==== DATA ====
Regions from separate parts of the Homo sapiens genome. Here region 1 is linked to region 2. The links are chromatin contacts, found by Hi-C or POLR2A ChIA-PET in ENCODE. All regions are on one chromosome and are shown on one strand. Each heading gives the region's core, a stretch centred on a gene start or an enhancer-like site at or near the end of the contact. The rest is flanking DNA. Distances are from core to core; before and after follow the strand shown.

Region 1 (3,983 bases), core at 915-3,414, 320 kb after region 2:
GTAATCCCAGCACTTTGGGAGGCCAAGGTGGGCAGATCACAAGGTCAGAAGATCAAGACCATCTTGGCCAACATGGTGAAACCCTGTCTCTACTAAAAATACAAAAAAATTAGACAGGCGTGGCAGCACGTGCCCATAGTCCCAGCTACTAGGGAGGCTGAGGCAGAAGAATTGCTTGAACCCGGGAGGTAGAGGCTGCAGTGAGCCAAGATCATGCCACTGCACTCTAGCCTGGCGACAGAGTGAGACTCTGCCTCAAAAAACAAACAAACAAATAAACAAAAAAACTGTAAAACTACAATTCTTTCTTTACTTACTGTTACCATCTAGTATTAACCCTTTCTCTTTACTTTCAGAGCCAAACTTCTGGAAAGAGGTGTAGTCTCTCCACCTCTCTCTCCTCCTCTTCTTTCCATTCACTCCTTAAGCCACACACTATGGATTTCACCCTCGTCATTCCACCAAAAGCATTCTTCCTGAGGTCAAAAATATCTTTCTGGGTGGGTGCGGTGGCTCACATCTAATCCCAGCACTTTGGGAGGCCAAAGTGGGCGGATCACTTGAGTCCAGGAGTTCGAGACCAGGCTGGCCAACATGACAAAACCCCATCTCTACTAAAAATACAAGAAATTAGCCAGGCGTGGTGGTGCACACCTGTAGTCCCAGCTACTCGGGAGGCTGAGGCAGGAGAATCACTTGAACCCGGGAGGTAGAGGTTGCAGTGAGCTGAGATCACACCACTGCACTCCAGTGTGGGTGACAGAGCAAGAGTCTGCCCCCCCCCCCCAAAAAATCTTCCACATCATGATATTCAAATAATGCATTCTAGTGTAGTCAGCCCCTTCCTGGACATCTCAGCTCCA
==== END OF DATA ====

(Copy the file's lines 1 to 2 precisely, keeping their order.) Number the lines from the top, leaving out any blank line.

Regions from separate parts of the Homo sapiens genome. Here region 1 is linked to region 2. The links are chromatin contacts, found by Hi-C or POLR2A ChIA-PET in ENCODE. All regions are on one chromosome and are shown on one strand. Each heading gives the region's core, a stretch centred on a gene start or an enhancer-like site at or near the end of the contact. The rest is flanking DNA. Distances are from core to core; before and after follow the strand shown.

Region 1 (3,983 bases), core at 915-3,414, 320 kb after region 2: